Fc6a9e07f6056d465573c8969d3a2ddd

(370)

on September 27, 2012
at 07:02 PM

I would give this +1000 if I could.

4
8af1e83ec3ea5a39f050baf362708a78

(253)

on September 27, 2012
at 11:30 AM

John Walker's ebook The Hacker's Diet discusses the problem. Read the chapter on "Signal and Noise".

His solution: calculating a moving average of your daily readings, and calculating the trend-lines. I know of three websites that will do the math for you:

My chart for the last 30 days shows some significant ups and downs - but the moving average is moving steadily downwards, through it all:

has-anyone-thrown-out-or-considered-throwing-out-their-scale?

510bdda8988ed0d4b0ec0b738b4edb73

(20888)

on September 27, 2012
at 08:10 PM

+1 for talking about signal, noise, error in measurement, etc. Too many people just take the day-to-day number as their "weight". And that's even assuming weight is a valid measurement in the first place.

3
61c1efcc482019e016c45270b18c7453

(645)

on September 27, 2012
at 12:24 PM

If you lift weights then it's pointless to weigh yourself. You should be more concerned with bodyfat percentage.

This is especially crucial if you're a strong male that lifts heavy. Weight loss does not equal fat lass. Just ask the cardio queens/kings out there. It's true that you want to lose weight, but you want to lose the fat and not the muscle. And there's a correct way of doing it. Weighing yourself everyday or every week for that matter is not it.

61c1efcc482019e016c45270b18c7453

(645)

on September 28, 2012
at 03:45 PM

Your comment doesn't make sense. You realize muscle weighs more than fat right and that if you're lifting heavy the proportions are going to be different therefore making it seems as if you're not losing much weight when in fact you're losing fat and gaining muscle. It's bodybuilding 101, gym rats even know this. Gym rats not on steroids know this.

77877f762c40637911396daa19b53094

(78467)

on September 27, 2012
at 04:55 PM

Bull. I lift weights but I've got another 80lbs to drop. The only way weight is irrelevant if you are fat is if you start doing a shit-ton of steroids.

83456bd85c99b73a03dc9ccf7eb44255

(487)

on September 27, 2012
at 03:18 PM

Right on rob!!!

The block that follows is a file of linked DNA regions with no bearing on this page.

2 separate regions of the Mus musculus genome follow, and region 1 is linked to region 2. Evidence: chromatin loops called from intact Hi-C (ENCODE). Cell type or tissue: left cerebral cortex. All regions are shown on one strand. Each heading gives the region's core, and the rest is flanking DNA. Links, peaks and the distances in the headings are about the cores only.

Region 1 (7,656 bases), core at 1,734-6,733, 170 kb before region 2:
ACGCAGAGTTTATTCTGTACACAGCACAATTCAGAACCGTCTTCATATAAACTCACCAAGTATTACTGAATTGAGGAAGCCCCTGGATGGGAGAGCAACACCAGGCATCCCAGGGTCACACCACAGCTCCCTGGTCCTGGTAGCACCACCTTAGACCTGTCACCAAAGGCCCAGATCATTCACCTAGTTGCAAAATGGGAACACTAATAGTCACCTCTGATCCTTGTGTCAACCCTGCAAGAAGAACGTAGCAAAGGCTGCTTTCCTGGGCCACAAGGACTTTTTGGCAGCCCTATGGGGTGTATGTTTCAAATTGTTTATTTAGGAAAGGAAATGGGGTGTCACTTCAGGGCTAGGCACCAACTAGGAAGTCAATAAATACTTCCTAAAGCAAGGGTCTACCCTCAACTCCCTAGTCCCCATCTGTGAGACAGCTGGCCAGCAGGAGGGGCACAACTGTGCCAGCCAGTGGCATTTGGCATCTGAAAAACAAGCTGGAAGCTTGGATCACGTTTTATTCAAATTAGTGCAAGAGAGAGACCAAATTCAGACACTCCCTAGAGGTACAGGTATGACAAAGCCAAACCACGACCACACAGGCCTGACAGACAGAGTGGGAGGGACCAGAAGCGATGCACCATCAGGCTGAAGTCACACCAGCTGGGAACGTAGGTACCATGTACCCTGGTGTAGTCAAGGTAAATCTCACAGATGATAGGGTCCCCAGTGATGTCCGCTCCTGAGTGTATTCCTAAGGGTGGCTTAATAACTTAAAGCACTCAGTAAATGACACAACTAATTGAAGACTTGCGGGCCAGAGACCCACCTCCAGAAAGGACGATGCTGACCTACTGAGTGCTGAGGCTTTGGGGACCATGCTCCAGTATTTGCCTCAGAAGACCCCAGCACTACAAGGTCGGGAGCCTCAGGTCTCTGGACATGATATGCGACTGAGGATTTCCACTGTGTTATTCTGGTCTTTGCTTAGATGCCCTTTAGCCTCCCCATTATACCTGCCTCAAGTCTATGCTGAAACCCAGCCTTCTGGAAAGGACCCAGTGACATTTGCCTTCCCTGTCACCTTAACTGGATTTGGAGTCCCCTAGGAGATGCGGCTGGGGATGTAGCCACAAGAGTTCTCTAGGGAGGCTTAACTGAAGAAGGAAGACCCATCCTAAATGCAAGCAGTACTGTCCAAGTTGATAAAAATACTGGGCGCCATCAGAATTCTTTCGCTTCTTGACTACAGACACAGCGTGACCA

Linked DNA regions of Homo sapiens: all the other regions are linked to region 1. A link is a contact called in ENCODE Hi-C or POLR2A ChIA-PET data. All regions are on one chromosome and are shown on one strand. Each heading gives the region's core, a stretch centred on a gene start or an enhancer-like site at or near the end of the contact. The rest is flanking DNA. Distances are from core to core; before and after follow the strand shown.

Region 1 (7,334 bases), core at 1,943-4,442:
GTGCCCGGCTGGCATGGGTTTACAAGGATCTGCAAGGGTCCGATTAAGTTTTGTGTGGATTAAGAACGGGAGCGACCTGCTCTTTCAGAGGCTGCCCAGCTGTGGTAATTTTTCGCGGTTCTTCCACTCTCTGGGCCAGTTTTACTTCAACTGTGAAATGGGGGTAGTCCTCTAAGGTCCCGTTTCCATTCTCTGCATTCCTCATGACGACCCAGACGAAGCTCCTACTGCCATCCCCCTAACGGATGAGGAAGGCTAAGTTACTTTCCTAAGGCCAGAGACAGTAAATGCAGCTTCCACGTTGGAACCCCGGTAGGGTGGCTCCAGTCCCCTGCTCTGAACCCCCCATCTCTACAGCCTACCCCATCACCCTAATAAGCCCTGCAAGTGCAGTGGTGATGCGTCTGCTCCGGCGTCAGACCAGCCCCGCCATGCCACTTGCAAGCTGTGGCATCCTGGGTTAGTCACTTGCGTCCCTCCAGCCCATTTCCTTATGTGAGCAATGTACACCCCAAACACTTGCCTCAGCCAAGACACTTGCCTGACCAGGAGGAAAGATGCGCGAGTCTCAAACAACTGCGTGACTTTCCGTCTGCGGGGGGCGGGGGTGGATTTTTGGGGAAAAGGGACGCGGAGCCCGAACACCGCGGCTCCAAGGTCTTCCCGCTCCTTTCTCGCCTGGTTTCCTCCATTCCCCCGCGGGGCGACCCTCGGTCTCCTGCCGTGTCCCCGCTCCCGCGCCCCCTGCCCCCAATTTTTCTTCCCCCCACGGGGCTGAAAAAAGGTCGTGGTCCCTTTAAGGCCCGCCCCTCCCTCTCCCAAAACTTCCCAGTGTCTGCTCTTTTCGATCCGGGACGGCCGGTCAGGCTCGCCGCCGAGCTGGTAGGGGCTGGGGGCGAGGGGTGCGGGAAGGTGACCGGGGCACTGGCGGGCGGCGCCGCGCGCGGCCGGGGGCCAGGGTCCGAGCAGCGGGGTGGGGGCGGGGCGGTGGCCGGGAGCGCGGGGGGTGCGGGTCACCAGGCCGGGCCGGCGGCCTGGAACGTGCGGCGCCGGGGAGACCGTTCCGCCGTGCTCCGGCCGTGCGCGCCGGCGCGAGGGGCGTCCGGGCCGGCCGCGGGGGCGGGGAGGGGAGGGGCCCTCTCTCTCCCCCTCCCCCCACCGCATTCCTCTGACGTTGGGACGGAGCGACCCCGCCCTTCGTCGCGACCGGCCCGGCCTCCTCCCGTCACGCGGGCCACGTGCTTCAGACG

518bce04b12cd77741237e1f61075194

(11577)

on September 28, 2012
at 08:39 PM

"Especially crucial if you are a strong male that lifts heavy"- so scales are more critical for strong females that lift heavy because....

61c1efcc482019e016c45270b18c7453

(645)

on September 30, 2012
at 03:57 PM

Re-read it the post, then re-read it again and after you're done reading it, read it again. But I'll do you the favor of being a smart ass in return as well... I was specific of males because males tend to have more muscle because of their genetic/hormonal make up. Women tend to have more fat because of their genetic/hormonal make up. A 15% bf female could look as lean as a 10% bf male. Either way males tend to have more muscle. It's a hormone called testosterone that is way more prevalent. Read a book instead of browsing feminist blogs and being offended by scientific facts.

3
F5a0ddffcf9ef5beca864050f090a790

(15515)

on September 27, 2012
at 08:58 AM

Never. I love my scales. They are beautiful (all white, match my bathroom) and expensive. I weight myself every morning (or most mornings) but I do not pay attention to numbers. It is just interesting that weight makes absolutely no sense. I can down tons of meat and lose weight. On some days in the past I have gained 5 lb in ONE DAY due to salt and water retention. Just think - one jar of sauerkraut and you are suddenly 5 lb more? Does it make sense?

I keep them as a source of useful information. No strings/emotions attached.

3
B3173217a49b5b0116078775a17eb21d

(11488)

on September 27, 2012
at 08:12 AM